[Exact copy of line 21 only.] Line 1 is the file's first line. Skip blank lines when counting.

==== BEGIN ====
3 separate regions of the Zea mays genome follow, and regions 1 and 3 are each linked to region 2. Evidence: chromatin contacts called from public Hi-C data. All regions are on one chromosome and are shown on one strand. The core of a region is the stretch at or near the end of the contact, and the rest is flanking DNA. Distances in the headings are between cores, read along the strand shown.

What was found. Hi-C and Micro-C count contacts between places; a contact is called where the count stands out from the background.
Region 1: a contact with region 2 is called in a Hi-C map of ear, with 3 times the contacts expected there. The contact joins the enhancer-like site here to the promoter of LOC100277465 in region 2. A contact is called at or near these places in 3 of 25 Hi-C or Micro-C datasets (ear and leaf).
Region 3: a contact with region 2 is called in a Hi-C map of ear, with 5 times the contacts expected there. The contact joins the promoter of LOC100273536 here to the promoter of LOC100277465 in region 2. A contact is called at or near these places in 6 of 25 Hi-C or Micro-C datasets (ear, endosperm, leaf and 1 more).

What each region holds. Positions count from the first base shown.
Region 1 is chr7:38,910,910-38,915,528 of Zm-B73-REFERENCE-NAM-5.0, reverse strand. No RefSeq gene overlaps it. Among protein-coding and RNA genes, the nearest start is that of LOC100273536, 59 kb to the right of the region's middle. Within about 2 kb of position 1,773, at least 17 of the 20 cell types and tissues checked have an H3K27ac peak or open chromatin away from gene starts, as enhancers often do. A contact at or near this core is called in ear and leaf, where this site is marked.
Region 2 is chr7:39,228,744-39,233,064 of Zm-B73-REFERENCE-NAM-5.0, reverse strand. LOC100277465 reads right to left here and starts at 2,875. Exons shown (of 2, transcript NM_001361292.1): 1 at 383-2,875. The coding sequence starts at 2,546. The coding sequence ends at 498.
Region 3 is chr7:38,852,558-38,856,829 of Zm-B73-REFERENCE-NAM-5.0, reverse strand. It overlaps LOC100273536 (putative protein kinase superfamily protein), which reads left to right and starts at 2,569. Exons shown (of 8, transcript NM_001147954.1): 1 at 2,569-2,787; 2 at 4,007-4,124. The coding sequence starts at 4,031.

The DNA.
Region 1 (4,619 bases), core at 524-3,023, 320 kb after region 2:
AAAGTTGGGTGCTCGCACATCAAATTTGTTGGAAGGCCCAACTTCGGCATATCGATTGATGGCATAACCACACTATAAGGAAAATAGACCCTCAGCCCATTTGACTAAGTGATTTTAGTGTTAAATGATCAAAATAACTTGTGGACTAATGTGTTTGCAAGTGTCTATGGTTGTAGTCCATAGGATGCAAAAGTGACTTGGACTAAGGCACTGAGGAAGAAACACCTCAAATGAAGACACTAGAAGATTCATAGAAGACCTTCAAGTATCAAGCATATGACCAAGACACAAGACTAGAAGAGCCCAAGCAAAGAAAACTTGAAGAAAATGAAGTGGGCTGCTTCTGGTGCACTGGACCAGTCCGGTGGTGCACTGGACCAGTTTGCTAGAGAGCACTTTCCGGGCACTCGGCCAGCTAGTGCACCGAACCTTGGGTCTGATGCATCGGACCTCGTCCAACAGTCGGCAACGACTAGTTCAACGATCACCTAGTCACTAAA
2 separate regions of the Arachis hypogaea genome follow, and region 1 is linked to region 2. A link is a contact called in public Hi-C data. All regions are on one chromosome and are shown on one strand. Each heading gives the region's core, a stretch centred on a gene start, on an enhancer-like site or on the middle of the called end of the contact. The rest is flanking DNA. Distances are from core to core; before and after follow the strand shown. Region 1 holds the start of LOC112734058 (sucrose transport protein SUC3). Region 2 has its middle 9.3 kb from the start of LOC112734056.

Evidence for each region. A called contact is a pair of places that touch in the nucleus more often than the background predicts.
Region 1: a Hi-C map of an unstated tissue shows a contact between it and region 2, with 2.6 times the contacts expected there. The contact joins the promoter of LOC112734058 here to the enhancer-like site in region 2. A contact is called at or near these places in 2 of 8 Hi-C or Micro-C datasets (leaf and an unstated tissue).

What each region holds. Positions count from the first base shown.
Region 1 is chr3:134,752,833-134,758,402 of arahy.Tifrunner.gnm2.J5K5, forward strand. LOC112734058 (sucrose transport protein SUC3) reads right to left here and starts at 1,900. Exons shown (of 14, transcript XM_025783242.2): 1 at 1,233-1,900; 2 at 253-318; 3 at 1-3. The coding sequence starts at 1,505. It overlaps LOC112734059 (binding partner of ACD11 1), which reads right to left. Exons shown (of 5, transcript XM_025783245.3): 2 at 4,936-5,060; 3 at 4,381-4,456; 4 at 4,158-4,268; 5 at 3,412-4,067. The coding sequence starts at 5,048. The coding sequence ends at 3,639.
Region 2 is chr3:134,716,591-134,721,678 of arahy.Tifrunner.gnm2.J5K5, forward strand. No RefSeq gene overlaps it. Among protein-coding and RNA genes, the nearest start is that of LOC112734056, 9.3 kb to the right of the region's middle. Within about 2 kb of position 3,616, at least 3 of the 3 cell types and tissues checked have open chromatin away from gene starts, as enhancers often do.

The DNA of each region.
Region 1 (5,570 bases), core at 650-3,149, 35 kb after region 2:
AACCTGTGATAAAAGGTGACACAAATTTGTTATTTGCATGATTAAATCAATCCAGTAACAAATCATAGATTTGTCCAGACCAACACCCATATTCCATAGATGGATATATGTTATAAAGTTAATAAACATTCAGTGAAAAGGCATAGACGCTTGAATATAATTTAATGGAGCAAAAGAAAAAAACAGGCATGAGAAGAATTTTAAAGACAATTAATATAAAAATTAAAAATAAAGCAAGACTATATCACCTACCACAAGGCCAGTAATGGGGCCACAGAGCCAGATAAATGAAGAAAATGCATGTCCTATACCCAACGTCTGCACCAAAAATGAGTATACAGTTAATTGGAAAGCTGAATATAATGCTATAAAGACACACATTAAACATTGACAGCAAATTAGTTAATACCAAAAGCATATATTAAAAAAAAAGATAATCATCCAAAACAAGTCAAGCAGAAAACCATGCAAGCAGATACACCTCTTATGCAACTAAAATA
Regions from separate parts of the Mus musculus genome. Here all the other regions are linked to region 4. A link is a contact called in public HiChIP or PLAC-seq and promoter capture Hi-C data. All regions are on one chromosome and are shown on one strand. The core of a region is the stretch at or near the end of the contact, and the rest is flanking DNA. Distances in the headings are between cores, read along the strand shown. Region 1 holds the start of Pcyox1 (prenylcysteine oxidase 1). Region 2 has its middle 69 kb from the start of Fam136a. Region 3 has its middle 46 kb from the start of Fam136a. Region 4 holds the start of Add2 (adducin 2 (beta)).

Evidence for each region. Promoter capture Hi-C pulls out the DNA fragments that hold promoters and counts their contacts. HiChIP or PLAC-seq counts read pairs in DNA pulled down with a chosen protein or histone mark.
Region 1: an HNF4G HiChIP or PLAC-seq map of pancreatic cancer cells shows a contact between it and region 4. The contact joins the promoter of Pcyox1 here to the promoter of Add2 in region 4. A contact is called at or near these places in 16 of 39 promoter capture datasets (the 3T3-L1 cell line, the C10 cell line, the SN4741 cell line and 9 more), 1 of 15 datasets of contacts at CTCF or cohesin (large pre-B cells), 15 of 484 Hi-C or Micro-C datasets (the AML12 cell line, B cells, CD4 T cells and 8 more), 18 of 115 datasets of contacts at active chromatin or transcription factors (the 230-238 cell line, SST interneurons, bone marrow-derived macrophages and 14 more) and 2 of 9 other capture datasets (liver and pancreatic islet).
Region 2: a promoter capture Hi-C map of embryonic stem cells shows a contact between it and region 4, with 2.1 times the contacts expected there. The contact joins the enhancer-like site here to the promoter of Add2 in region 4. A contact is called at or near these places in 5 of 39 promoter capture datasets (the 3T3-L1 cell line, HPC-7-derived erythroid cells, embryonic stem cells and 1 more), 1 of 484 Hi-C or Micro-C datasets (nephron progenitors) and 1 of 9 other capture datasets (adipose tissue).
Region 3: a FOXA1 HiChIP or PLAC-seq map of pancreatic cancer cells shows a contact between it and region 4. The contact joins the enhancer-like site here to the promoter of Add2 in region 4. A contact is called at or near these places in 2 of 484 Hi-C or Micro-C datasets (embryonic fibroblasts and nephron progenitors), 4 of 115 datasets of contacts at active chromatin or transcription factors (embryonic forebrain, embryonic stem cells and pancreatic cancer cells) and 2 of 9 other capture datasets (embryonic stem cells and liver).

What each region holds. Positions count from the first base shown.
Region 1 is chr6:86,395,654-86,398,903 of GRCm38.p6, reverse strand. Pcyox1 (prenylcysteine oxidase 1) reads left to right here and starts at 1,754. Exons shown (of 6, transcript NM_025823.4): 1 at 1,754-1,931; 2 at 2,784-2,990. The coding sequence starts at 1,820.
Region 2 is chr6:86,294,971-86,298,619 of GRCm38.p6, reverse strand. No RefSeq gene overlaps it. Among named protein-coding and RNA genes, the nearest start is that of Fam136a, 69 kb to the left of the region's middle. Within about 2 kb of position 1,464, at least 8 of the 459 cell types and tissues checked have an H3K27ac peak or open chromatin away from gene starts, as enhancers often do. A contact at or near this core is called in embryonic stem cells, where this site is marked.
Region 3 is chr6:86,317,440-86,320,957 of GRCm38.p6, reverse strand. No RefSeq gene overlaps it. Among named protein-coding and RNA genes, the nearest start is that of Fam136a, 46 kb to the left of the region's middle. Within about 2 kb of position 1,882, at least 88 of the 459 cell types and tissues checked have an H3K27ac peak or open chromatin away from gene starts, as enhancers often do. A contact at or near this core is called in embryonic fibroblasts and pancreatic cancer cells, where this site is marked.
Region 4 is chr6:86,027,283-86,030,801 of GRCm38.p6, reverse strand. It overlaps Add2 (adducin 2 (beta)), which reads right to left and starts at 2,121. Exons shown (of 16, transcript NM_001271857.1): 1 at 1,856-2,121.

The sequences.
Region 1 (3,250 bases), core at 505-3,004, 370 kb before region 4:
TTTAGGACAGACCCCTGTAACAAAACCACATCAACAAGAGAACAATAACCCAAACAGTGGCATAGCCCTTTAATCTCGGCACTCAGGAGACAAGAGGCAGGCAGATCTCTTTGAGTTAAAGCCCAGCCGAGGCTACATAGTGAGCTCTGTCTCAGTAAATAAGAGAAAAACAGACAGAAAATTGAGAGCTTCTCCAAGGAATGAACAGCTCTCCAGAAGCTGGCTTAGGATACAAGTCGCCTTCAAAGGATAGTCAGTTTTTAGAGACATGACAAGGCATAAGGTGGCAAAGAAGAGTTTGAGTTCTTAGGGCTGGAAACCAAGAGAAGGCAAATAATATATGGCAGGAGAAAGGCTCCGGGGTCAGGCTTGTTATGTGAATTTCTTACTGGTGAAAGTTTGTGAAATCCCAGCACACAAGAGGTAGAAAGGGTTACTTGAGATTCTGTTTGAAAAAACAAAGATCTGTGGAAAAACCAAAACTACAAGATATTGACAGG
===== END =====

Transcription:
Regions from separate parts of the Mus musculus genome. Here all the other regions are linked to region 4. A link is a contact called in public HiChIP or PLAC-seq and promoter capture Hi-C data. All regions are on one chromosome and are shown on one strand. The core of a region is the stretch at or near the end of the contact, and the rest is flanking DNA. Distances in the headings are between cores, read along the strand shown. Region 1 holds the start of Pcyox1 (prenylcysteine oxidase 1). Region 2 has its middle 69 kb from the start of Fam136a. Region 3 has its middle 46 kb from the start of Fam136a. Region 4 holds the start of Add2 (adducin 2 (beta)).